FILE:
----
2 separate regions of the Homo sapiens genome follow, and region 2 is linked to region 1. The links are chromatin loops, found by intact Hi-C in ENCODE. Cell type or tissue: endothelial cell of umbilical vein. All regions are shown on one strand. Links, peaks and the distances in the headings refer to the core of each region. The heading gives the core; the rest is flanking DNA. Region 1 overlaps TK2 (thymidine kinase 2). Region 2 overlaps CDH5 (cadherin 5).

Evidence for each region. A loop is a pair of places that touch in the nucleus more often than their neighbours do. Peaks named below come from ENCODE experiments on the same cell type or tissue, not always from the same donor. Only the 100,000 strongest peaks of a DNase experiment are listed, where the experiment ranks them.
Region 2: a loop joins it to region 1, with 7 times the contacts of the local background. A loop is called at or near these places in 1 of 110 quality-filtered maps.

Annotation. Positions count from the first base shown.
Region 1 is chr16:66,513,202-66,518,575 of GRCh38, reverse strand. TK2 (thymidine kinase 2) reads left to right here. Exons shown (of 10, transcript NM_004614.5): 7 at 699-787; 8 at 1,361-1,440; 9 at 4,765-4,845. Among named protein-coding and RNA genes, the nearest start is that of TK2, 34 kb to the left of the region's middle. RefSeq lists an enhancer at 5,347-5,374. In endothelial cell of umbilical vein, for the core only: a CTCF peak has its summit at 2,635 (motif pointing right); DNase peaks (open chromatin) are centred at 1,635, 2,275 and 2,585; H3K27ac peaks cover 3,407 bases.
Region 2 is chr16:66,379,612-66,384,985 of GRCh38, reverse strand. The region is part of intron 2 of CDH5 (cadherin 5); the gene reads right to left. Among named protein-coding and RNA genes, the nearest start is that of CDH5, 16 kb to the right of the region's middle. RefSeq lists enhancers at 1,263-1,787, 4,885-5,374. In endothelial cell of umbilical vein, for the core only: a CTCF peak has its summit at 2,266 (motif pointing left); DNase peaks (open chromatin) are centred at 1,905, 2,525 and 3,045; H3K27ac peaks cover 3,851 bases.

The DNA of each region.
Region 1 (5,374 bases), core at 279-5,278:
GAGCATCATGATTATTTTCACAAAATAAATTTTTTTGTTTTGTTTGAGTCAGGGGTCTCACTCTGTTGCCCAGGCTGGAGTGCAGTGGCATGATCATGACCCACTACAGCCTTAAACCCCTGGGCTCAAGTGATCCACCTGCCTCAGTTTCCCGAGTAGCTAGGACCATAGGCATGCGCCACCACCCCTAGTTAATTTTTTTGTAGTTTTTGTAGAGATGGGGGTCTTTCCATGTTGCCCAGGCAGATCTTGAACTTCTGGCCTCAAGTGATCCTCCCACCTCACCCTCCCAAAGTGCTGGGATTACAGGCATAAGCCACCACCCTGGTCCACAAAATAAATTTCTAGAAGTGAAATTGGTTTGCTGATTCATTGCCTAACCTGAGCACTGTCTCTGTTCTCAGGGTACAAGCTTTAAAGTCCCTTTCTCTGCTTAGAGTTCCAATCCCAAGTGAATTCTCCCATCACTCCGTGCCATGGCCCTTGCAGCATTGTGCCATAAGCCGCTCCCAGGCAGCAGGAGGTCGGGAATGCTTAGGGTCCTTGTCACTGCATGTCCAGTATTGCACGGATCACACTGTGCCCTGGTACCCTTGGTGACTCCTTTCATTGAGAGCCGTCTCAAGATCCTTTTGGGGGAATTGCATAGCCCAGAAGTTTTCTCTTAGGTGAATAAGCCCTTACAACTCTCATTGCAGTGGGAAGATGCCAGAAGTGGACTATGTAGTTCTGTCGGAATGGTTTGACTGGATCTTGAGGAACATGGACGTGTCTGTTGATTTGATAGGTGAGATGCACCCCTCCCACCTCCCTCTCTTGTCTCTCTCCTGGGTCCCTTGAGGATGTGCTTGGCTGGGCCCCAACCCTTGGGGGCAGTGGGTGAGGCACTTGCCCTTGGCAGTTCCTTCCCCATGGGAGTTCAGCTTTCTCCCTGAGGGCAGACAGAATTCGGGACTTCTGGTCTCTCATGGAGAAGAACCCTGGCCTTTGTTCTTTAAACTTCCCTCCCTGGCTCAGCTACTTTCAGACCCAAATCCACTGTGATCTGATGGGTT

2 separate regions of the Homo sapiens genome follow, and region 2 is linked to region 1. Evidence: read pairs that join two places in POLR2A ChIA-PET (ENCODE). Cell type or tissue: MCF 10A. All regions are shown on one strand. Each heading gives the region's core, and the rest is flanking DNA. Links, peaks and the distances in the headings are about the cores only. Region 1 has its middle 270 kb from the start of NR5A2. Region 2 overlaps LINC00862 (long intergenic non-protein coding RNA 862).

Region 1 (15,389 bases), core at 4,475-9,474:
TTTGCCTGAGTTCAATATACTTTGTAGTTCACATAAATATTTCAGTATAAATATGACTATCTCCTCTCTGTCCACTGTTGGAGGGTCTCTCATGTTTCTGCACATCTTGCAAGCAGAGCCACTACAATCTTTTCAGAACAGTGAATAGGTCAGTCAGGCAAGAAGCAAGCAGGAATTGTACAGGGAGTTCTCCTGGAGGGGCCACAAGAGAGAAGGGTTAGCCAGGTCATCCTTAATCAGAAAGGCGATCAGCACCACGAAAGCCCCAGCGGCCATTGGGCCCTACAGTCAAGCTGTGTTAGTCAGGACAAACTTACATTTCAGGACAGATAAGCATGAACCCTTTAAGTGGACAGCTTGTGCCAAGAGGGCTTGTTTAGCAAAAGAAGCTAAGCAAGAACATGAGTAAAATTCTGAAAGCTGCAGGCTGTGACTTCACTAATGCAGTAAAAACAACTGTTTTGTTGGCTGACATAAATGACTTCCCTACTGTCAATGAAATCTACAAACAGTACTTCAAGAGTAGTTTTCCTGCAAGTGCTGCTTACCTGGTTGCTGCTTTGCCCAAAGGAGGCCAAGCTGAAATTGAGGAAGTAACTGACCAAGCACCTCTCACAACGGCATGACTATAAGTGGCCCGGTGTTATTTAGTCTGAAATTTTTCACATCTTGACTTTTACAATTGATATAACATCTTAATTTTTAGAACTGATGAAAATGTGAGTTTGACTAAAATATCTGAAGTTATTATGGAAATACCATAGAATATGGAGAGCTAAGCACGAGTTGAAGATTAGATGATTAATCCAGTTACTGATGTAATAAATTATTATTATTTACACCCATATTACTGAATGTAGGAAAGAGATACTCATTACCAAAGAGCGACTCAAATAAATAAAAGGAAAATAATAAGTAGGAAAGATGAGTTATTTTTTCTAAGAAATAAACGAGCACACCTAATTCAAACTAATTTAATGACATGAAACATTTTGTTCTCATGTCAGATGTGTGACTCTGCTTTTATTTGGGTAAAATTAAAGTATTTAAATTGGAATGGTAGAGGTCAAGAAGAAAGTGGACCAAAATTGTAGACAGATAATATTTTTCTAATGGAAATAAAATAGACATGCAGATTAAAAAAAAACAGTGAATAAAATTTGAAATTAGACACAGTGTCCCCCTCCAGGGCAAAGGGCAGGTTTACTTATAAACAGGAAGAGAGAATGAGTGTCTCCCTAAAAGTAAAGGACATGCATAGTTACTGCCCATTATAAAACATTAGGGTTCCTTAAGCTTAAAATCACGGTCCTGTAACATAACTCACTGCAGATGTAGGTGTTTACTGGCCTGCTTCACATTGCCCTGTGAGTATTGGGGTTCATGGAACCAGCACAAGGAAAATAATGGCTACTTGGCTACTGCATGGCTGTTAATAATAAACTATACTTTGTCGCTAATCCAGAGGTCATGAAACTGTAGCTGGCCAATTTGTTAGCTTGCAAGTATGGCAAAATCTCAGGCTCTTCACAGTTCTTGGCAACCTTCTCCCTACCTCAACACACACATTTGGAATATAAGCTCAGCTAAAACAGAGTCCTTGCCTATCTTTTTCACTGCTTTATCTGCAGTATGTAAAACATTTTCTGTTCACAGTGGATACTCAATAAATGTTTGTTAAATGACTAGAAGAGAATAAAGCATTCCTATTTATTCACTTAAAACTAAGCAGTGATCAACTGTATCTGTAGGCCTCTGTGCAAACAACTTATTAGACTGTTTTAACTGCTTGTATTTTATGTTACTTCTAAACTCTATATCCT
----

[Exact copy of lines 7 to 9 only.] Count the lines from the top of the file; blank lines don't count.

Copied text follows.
The DNA of each region.
Region 1 (5,374 bases), core at 279-5,278:
GAGCATCATGATTATTTTCACAAAATAAATTTTTTTGTTTTGTTTGAGTCAGGGGTCTCACTCTGTTGCCCAGGCTGGAGTGCAGTGGCATGATCATGACCCACTACAGCCTTAAACCCCTGGGCTCAAGTGATCCACCTGCCTCAGTTTCCCGAGTAGCTAGGACCATAGGCATGCGCCACCACCCCTAGTTAATTTTTTTGTAGTTTTTGTAGAGATGGGGGTCTTTCCATGTTGCCCAGGCAGATCTTGAACTTCTGGCCTCAAGTGATCCTCCCACCTCACCCTCCCAAAGTGCTGGGATTACAGGCATAAGCCACCACCCTGGTCCACAAAATAAATTTCTAGAAGTGAAATTGGTTTGCTGATTCATTGCCTAACCTGAGCACTGTCTCTGTTCTCAGGGTACAAGCTTTAAAGTCCCTTTCTCTGCTTAGAGTTCCAATCCCAAGTGAATTCTCCCATCACTCCGTGCCATGGCCCTTGCAGCATTGTGCCATAAGCCGCTCCCAGGCAGCAGGAGGTCGGGAATGCTTAGGGTCCTTGTCACTGCATGTCCAGTATTGCACGGATCACACTGTGCCCTGGTACCCTTGGTGACTCCTTTCATTGAGAGCCGTCTCAAGATCCTTTTGGGGGAATTGCATAGCCCAGAAGTTTTCTCTTAGGTGAATAAGCCCTTACAACTCTCATTGCAGTGGGAAGATGCCAGAAGTGGACTATGTAGTTCTGTCGGAATGGTTTGACTGGATCTTGAGGAACATGGACGTGTCTGTTGATTTGATAGGTGAGATGCACCCCTCCCACCTCCCTCTCTTGTCTCTCTCCTGGGTCCCTTGAGGATGTGCTTGGCTGGGCCCCAACCCTTGGGGGCAGTGGGTGAGGCACTTGCCCTTGGCAGTTCCTTCCCCATGGGAGTTCAGCTTTCTCCCTGAGGGCAGACAGAATTCGGGACTTCTGGTCTCTCATGGAGAAGAACCCTGGCCTTTGTTCTTTAAACTTCCCTCCCTGGCTCAGCTACTTTCAGACCCAAATCCACTGTGATCTGATGGGTT